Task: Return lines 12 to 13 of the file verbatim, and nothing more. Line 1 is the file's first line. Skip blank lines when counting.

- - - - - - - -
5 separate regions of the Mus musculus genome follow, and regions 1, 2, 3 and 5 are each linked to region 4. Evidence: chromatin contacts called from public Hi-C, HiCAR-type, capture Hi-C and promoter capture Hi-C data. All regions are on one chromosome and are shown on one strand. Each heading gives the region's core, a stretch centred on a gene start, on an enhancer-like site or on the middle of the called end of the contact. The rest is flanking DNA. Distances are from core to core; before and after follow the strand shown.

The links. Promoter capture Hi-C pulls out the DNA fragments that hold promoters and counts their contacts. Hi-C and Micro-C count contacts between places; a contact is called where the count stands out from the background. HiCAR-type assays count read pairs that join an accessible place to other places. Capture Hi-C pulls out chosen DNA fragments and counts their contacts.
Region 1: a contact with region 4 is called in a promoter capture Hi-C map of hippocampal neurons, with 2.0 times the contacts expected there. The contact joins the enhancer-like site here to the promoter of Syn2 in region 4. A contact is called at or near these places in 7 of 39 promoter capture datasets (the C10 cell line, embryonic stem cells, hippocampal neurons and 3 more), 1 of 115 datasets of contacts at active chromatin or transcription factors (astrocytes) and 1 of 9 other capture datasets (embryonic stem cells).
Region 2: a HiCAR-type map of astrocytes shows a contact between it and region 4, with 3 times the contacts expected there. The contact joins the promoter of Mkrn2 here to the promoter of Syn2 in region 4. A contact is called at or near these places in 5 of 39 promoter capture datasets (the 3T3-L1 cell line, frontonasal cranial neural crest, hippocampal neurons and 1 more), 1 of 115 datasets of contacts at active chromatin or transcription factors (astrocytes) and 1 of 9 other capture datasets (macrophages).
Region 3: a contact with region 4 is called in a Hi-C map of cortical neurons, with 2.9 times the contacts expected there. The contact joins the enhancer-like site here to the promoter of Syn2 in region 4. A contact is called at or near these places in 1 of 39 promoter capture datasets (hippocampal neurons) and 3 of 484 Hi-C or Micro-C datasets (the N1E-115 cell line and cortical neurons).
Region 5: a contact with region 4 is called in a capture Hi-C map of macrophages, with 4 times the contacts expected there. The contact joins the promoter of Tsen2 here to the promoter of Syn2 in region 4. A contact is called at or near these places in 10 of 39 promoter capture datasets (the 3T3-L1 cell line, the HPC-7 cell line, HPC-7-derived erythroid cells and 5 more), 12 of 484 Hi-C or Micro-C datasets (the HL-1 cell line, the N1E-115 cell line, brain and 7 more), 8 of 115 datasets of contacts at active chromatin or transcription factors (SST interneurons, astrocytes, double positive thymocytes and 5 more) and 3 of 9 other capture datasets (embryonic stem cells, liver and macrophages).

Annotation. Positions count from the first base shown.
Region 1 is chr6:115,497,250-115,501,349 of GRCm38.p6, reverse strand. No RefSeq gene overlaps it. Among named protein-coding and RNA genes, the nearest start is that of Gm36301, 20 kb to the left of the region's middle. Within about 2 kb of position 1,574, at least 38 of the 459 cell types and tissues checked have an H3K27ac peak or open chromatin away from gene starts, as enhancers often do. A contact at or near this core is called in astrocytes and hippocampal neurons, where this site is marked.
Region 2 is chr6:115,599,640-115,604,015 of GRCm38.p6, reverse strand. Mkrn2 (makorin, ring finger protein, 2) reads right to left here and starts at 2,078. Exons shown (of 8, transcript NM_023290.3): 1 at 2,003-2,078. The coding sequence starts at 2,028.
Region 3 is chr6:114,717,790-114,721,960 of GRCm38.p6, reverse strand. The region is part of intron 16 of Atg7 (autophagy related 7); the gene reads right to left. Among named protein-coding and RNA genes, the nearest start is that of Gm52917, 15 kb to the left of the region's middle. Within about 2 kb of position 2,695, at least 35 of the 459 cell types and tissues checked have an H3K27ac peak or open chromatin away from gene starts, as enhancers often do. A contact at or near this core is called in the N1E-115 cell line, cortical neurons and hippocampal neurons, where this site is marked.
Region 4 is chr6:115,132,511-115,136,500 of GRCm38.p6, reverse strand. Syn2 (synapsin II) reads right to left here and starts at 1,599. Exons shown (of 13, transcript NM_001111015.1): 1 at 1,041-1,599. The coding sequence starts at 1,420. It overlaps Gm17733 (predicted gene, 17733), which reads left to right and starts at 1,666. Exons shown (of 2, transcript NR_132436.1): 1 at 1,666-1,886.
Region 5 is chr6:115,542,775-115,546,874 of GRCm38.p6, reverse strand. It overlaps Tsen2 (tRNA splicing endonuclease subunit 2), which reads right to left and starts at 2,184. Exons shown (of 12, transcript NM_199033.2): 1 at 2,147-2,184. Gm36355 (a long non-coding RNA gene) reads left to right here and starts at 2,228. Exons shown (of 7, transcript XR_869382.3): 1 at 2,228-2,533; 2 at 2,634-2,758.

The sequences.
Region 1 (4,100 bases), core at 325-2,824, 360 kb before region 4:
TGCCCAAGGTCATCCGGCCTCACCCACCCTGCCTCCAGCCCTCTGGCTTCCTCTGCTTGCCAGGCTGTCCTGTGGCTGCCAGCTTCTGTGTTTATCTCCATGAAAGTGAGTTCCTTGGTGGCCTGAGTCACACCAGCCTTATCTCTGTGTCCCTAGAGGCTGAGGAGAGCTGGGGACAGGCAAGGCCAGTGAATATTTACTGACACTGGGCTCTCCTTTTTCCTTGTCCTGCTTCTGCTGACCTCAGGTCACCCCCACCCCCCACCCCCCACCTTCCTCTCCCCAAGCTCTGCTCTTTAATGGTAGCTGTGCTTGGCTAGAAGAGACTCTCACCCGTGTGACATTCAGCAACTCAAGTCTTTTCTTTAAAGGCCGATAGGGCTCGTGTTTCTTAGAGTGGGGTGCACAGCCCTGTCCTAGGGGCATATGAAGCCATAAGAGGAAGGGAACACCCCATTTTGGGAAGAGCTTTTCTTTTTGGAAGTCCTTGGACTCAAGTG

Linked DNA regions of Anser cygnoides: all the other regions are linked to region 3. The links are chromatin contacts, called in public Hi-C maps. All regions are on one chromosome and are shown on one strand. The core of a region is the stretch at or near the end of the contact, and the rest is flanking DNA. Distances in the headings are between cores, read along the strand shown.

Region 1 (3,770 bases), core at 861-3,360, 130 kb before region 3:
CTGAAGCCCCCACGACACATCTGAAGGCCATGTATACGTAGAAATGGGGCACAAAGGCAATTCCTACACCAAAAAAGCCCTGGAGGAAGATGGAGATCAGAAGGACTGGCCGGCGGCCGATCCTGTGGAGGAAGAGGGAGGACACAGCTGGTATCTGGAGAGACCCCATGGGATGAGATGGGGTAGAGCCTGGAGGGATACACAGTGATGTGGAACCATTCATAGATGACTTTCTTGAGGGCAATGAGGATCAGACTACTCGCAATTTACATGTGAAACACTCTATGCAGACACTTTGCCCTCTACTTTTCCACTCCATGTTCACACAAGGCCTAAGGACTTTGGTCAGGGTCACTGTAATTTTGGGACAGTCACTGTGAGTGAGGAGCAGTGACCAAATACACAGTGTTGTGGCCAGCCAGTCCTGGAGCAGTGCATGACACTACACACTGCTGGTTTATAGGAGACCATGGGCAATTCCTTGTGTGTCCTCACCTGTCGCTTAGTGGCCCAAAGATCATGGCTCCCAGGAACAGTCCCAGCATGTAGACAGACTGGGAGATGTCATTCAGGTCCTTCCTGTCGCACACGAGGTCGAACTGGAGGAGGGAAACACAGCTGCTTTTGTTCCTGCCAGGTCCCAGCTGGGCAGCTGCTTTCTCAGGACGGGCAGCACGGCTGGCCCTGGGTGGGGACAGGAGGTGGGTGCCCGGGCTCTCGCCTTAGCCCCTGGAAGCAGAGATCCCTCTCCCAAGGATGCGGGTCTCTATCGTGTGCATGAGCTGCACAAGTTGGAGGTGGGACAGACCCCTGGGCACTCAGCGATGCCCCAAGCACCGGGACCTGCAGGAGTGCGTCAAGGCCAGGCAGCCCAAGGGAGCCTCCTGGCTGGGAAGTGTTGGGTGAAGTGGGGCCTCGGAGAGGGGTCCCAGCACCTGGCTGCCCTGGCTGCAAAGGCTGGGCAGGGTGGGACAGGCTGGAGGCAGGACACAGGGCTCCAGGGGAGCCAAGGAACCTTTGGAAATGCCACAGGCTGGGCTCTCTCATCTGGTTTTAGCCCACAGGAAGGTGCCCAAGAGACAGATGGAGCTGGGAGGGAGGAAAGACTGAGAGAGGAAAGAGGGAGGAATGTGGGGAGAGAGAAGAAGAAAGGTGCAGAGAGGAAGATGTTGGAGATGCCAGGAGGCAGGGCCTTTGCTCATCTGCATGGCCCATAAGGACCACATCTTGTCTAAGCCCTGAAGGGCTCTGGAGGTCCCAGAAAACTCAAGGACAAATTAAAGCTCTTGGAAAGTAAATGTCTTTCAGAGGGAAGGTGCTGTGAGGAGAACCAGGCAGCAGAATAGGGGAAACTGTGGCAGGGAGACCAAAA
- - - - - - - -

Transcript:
Region 5 is chr6:115,542,775-115,546,874 of GRCm38.p6, reverse strand. It overlaps Tsen2 (tRNA splicing endonuclease subunit 2), which reads right to left and starts at 2,184. Exons shown (of 12, transcript NM_199033.2): 1 at 2,147-2,184. Gm36355 (a long non-coding RNA gene) reads left to right here and starts at 2,228. Exons shown (of 7, transcript XR_869382.3): 1 at 2,228-2,533; 2 at 2,634-2,758.

The sequences.